The heart that loves the Word will delight in it (Psalm 1:2). Thus the study and practice of God’s Word is not a matter of dry duty, but of joy.
Those who suspect the authority and dislike the teaching of the Word of God are often ashamed of it. If we delight in God’s Word, then we will stand with Moses , Daniel, Peter and Paul in refusing to be ashamed of the Word.
The final duty that we have in these verses is that we must earnestly practice the Word (my hands also I will lift up to Your commandments). Anyone can seek, find, meditate, love, delight and not be ashamed of the Word, but the cost comes when we practice and suffer for the Word of God. Let the fire of the Word kindle joy in your hearts.
Nothing is more desirable or precious than liberty. Yet, there is nothing which we make more mistakes and enjoy less. A woman complained to Dr. Charles Stanley when he was preaching in Russia that she did not enjoy her freedom—the guaranteed pension given by the Communists was gone and thus nothing was coming her way.
Man’s natural condition is one of bondage. He has deliberately resigned and rejected his title to liberty by transgressing the terms on which it is based. Scripture everywhere represents the unredeemed man as sold under sin, led captive by the devil, desiring good but unable to reach it. This bondage is painful and degrading in its nature, and terrible in its consequences.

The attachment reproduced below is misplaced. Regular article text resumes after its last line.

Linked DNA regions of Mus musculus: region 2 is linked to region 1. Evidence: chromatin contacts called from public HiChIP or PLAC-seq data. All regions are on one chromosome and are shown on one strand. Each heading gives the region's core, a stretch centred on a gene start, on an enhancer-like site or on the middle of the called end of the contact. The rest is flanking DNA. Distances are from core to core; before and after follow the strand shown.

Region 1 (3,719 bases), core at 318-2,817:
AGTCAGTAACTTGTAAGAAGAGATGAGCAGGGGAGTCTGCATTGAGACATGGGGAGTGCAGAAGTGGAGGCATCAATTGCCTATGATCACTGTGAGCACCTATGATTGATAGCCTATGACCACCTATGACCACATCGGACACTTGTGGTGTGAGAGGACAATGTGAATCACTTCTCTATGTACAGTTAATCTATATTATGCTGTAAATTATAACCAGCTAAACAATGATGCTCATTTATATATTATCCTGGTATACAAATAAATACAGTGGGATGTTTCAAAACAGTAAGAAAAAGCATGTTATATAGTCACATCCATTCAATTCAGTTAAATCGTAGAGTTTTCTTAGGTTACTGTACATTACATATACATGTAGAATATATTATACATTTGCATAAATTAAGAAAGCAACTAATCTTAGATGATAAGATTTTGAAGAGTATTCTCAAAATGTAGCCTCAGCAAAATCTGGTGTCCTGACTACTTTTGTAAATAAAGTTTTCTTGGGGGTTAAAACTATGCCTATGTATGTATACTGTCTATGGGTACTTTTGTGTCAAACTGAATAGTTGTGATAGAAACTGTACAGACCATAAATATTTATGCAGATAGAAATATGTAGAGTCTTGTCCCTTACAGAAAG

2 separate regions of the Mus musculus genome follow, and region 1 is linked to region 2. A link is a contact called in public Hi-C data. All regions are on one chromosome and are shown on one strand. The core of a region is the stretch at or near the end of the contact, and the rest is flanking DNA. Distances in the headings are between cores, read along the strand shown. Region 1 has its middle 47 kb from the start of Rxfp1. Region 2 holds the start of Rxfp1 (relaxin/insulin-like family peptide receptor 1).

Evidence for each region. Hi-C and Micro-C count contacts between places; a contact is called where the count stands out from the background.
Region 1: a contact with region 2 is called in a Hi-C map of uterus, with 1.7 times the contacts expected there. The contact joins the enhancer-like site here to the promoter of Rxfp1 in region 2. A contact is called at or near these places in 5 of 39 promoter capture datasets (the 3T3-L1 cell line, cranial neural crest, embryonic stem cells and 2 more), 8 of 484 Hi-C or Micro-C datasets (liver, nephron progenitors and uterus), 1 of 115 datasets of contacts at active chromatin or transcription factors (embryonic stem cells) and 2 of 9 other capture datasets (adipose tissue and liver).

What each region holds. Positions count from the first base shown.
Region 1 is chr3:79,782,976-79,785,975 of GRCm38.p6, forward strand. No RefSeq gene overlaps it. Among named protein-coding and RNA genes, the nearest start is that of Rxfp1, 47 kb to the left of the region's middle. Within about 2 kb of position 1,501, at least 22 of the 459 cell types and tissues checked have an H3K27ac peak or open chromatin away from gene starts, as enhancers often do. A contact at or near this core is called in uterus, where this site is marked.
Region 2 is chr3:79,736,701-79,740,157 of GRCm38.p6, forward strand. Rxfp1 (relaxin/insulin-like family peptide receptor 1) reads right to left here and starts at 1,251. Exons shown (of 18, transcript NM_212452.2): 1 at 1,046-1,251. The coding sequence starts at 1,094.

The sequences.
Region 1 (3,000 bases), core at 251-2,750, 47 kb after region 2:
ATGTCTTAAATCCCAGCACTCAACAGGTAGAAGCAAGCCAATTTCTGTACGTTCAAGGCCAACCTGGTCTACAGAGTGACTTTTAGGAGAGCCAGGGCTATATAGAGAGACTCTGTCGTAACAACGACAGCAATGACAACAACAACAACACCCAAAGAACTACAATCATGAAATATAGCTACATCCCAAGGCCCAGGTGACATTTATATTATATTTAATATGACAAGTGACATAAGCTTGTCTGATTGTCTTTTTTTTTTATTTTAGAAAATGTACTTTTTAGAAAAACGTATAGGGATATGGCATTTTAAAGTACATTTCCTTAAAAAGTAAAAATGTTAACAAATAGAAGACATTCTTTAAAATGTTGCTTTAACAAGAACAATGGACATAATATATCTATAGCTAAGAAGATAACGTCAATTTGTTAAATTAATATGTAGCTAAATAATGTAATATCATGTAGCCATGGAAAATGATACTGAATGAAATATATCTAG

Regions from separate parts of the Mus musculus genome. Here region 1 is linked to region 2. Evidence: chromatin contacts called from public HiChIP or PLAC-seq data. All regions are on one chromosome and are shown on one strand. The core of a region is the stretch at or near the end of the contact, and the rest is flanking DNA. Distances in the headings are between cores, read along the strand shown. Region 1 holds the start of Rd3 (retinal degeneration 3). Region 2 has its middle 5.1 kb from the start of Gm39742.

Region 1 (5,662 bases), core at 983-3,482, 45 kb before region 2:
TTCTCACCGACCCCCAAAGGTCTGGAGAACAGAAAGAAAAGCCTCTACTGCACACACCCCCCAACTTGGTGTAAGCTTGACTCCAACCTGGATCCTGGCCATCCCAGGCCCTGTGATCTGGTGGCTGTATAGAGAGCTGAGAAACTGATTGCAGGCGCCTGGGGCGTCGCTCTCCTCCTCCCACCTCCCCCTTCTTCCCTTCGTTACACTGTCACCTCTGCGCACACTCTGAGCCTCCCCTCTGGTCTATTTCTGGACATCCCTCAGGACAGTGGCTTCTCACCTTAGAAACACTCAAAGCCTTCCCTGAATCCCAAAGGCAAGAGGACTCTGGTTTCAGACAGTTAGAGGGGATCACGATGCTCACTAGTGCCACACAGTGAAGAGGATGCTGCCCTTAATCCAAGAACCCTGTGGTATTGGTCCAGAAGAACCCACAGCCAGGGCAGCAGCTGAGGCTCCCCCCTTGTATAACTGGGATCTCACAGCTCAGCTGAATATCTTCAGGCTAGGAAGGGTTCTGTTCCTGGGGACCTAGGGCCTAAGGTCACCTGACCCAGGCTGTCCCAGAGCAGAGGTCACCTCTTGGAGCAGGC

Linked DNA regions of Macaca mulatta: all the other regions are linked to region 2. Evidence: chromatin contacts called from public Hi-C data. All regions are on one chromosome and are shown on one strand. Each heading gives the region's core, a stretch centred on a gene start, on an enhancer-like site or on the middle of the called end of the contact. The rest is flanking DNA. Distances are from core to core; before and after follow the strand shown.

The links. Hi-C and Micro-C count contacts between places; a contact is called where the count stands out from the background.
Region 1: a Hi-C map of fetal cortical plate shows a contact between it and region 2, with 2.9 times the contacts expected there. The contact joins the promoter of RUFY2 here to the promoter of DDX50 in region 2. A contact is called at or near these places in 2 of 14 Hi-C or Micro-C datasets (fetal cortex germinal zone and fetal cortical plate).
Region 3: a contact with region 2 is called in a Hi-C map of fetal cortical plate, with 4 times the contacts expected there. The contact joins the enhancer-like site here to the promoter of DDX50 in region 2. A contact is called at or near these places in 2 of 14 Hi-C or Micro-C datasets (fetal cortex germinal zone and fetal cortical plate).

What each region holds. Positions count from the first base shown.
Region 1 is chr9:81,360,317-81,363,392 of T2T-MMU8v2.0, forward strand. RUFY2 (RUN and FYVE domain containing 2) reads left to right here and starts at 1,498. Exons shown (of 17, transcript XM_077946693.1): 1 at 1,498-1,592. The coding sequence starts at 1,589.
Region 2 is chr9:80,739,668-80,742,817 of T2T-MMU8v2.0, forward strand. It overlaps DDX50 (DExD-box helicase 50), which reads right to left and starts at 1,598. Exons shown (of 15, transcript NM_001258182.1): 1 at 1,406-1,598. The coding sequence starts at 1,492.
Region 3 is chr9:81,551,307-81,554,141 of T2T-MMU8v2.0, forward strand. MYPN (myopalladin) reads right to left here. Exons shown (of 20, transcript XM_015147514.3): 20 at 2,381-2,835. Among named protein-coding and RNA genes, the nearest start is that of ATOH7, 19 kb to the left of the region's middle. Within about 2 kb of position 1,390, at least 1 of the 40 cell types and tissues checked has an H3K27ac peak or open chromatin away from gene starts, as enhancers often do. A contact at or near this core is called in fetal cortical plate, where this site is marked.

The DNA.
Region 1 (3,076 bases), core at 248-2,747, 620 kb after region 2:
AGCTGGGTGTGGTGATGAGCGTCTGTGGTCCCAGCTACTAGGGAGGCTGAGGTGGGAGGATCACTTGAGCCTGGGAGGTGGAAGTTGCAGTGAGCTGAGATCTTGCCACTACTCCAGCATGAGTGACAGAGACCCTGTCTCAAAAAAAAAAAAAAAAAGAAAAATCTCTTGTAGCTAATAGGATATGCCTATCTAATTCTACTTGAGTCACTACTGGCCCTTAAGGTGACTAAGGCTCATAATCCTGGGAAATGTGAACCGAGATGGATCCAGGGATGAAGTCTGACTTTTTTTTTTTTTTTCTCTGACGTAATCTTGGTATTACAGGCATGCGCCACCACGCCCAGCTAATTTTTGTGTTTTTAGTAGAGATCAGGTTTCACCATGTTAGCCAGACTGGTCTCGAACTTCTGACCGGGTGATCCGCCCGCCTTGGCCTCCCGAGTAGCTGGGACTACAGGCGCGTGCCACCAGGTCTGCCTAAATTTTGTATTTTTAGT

Man walks at liberty when he seeks and finds God’s precepts. The soul is free only when it moves unhampered in that sphere where its true interests lie. For us, the Bible is the only revelation of the great redemption, and alone shows how through the death of Christ and the work of the Spirit we may enjoy the liberty of the children of God.
When we gain freedom in Christ we have a new Master. We should serve that new Master who has emancipated us from the terribly tyranny of sin and death with the same diligence as you did your old master.
“Preaching and Practice”
Psalm 119:43-44 And take not the word of truth utterly out of my mouth. For I have hoped in Your ordinances.
So shall I keep Your law continually forever and ever.
For the Psalmist, the declaration of God’s truth was both a duty and a privilege. How do you view it? Perhaps you responded to the Gospel, but you don’t want to hear it over and over, and you certainly don’t want to offend others so you stay silent. That is not the attitude here.